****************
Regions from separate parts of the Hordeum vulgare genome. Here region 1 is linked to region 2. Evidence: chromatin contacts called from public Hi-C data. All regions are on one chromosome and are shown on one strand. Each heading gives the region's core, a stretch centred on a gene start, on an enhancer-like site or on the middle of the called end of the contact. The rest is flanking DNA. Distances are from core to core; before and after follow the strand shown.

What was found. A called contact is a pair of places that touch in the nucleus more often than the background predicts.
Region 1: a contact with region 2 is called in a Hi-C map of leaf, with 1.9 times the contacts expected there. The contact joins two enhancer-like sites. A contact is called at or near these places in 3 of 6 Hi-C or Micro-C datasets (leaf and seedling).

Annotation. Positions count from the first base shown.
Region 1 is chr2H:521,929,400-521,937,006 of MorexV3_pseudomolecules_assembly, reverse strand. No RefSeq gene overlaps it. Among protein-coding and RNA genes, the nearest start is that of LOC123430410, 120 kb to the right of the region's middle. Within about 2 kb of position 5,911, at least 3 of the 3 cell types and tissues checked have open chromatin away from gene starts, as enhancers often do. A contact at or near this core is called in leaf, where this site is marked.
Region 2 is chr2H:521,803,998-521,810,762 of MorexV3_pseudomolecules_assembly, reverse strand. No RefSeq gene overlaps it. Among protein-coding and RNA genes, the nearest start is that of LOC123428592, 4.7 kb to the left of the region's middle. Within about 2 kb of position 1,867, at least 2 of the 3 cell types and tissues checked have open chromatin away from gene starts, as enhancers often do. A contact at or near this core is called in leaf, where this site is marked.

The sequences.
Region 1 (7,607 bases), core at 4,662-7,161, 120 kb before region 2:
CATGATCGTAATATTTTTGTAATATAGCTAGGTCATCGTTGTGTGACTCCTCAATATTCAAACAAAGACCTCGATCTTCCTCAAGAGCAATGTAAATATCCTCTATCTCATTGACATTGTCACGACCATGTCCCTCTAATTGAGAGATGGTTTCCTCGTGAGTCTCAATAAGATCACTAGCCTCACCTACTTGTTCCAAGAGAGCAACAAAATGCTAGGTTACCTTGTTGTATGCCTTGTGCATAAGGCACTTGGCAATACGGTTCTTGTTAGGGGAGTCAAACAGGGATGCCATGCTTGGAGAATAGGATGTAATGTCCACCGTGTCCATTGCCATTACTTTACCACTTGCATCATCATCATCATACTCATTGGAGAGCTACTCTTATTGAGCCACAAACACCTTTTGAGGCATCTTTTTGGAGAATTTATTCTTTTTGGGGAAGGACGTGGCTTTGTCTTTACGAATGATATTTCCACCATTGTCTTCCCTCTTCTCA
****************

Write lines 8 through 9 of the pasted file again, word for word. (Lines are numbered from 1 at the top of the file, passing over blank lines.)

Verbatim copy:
Region 1 (7,607 bases), core at 4,662-7,161, 120 kb before region 2:
CATGATCGTAATATTTTTGTAATATAGCTAGGTCATCGTTGTGTGACTCCTCAATATTCAAACAAAGACCTCGATCTTCCTCAAGAGCAATGTAAATATCCTCTATCTCATTGACATTGTCACGACCATGTCCCTCTAATTGAGAGATGGTTTCCTCGTGAGTCTCAATAAGATCACTAGCCTCACCTACTTGTTCCAAGAGAGCAACAAAATGCTAGGTTACCTTGTTGTATGCCTTGTGCATAAGGCACTTGGCAATACGGTTCTTGTTAGGGGAGTCAAACAGGGATGCCATGCTTGGAGAATAGGATGTAATGTCCACCGTGTCCATTGCCATTACTTTACCACTTGCATCATCATCATCATACTCATTGGAGAGCTACTCTTATTGAGCCACAAACACCTTTTGAGGCATCTTTTTGGAGAATTTATTCTTTTTGGGGAAGGACGTGGCTTTGTCTTTACGAATGATATTTCCACCATTGTCTTCCCTCTTCTCA